Except they would only ever play against each other, and only friends and family would ever get to see you play...

Buy HEY! If you play really well, the NFL team might pick you up!!!

Oh, and the money made by having your friends and family come to games? Yeah... you get 50% of the net for that.

Do you think that people would defend that? Or call it what it is? How would is color your feelings towards that NFL team? Would your feelings change if it was the team you root for?

Or would you see it as a way to make money off of the dreams of college athletes who don't make the cut?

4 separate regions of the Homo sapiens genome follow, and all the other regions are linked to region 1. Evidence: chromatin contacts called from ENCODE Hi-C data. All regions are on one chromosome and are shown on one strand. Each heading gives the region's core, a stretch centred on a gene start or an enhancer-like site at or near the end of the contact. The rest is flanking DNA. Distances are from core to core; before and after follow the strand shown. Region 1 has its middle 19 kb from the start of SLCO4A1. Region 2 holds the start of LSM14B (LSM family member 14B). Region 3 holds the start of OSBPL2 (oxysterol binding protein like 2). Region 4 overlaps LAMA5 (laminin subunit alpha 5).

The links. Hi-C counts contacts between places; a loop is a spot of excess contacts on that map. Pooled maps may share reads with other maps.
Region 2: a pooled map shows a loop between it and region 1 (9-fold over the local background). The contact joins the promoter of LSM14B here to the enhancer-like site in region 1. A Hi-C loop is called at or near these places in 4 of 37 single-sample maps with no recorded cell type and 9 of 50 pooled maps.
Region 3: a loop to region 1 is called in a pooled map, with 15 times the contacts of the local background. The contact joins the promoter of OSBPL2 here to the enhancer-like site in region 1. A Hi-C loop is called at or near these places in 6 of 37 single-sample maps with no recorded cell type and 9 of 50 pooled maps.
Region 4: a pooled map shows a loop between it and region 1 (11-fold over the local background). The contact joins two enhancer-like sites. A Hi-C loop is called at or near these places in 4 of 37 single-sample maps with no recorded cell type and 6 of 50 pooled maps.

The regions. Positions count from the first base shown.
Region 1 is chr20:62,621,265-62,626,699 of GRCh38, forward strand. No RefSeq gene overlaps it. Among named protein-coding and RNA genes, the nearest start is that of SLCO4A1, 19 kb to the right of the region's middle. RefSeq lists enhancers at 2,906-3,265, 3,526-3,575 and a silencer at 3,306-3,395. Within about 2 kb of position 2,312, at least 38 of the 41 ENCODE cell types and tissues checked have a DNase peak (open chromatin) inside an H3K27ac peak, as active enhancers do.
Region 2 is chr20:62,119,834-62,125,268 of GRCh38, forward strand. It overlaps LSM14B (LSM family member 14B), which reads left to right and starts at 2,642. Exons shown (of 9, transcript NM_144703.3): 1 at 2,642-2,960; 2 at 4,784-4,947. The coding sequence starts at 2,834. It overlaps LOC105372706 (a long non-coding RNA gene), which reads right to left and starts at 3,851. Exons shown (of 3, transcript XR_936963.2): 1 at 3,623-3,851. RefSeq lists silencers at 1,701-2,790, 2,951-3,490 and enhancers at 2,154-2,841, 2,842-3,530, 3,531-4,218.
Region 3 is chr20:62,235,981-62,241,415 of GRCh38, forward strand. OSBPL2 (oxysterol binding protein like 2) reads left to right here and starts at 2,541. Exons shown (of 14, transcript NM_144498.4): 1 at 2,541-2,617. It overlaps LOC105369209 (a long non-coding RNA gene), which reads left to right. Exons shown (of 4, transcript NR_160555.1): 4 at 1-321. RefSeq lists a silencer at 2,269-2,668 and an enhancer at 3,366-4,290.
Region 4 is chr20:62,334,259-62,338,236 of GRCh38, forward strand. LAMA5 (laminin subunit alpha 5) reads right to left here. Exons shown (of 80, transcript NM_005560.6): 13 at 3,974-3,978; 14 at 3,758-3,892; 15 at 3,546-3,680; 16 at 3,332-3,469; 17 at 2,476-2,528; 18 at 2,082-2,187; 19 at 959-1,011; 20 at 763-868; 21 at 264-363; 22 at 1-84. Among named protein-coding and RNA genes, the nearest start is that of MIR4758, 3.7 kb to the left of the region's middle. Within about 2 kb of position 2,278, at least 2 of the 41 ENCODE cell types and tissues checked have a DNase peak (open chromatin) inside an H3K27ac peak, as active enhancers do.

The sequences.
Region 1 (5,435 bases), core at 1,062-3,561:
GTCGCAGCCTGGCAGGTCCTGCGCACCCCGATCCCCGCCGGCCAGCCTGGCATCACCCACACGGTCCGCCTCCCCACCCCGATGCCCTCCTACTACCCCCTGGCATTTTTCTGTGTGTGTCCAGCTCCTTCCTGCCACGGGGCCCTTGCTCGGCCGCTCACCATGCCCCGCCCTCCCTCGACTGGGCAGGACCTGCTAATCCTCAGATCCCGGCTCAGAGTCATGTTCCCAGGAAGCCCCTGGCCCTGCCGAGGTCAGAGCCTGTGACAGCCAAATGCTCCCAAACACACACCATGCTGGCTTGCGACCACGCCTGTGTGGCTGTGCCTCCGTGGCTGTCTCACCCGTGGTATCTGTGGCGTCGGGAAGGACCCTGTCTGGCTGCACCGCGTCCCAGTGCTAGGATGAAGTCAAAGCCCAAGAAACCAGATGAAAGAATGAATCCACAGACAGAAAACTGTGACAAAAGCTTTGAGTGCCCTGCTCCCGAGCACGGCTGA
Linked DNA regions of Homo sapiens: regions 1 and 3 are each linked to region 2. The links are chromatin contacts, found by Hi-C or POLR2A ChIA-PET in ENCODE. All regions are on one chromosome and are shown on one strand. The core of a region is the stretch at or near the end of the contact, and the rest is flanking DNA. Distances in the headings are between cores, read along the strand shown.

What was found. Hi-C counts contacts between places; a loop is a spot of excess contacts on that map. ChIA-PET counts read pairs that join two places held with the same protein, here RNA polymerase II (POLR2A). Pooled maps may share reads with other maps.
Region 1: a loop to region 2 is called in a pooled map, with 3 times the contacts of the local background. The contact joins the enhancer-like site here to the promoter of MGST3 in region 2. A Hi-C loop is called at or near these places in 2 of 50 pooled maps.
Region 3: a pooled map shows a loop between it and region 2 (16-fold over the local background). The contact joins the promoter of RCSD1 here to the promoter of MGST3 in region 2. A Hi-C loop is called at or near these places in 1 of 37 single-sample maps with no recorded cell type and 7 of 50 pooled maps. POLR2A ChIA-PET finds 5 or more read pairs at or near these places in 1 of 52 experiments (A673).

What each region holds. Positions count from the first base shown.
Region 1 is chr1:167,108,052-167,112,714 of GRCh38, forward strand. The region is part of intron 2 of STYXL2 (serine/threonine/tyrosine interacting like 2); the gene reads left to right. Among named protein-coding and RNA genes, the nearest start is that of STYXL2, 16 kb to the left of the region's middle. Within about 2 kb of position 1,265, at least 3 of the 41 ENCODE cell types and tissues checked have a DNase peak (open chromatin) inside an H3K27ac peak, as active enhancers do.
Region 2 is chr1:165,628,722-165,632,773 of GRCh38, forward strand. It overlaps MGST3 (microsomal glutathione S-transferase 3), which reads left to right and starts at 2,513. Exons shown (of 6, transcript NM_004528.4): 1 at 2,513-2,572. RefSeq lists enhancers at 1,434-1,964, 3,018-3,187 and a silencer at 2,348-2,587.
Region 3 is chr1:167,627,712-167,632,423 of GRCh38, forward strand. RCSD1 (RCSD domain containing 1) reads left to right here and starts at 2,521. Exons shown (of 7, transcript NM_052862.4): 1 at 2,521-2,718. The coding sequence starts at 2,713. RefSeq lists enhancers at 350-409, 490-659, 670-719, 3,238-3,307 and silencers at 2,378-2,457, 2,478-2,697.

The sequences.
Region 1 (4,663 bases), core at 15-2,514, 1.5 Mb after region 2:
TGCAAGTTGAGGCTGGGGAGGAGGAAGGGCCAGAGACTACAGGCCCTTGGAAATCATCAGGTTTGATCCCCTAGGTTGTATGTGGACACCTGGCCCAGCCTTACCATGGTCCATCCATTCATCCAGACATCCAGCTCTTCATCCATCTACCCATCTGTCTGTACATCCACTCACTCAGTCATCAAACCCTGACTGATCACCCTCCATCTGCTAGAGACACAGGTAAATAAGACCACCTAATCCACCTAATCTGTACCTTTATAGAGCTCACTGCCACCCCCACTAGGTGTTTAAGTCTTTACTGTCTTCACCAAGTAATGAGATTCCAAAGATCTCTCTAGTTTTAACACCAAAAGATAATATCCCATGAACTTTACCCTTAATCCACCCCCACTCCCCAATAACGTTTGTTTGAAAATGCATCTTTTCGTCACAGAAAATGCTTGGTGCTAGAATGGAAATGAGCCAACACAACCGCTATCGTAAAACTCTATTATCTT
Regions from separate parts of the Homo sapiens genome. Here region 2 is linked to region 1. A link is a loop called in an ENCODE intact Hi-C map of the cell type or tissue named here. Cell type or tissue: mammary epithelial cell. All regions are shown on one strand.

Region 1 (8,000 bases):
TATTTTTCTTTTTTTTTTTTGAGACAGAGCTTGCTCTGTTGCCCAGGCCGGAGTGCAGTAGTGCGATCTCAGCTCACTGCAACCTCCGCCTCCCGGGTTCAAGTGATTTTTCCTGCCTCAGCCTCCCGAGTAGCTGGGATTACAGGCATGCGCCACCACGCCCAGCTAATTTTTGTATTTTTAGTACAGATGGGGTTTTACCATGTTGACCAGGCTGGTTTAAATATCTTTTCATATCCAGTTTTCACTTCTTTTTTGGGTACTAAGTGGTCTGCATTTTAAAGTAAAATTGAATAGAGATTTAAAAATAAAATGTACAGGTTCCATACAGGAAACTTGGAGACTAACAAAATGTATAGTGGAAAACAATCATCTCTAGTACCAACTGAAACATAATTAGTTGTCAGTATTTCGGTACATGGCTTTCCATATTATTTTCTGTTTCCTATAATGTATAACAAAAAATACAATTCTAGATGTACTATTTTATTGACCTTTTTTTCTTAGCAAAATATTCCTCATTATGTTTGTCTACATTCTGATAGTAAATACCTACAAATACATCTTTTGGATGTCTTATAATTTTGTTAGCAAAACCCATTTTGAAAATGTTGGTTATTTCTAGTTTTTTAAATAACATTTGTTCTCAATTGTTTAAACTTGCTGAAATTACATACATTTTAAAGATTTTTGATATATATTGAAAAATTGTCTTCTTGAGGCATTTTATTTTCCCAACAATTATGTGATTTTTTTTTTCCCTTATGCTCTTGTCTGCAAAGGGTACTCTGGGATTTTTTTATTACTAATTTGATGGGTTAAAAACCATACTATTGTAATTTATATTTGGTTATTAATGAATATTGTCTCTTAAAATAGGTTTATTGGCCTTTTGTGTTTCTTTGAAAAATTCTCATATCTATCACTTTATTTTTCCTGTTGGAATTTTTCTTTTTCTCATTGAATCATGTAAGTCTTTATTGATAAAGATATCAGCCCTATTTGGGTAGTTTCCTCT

Why is it when it's the arts people think it's just fine to exploit hopes and dreams?

And why when its the arts do we *let* them?

KL Grady said...

I agree, Ann. So many undervalue art because it's seen as frivolous. Sports? Nah. ;)

I take it you don't intend to query Luna or HQN with your fantasy....

Ann said...

KL--Yeah, they'd be off my list. I wouldn't feel very comfortable being an author at HQ. (And I know HQ authors. And I can't imagine being in that place right now.)

I don't see much of a difference between DellArte Press and PublishAmerica, except that DellArte makes you pay upfront while PA makes you pay later. Both take you for a ride.

And I want to qualify for SFWA someday. :) It's kind of a career barometer for me.

KL Grady said...

Ann, I completely understand. I'd love to hear from someone whose plans re: Harlequin haven't changed. I know they're the only traditional pub game in town for short contemporary romance, but is there another reason someone would still want to submit work to them?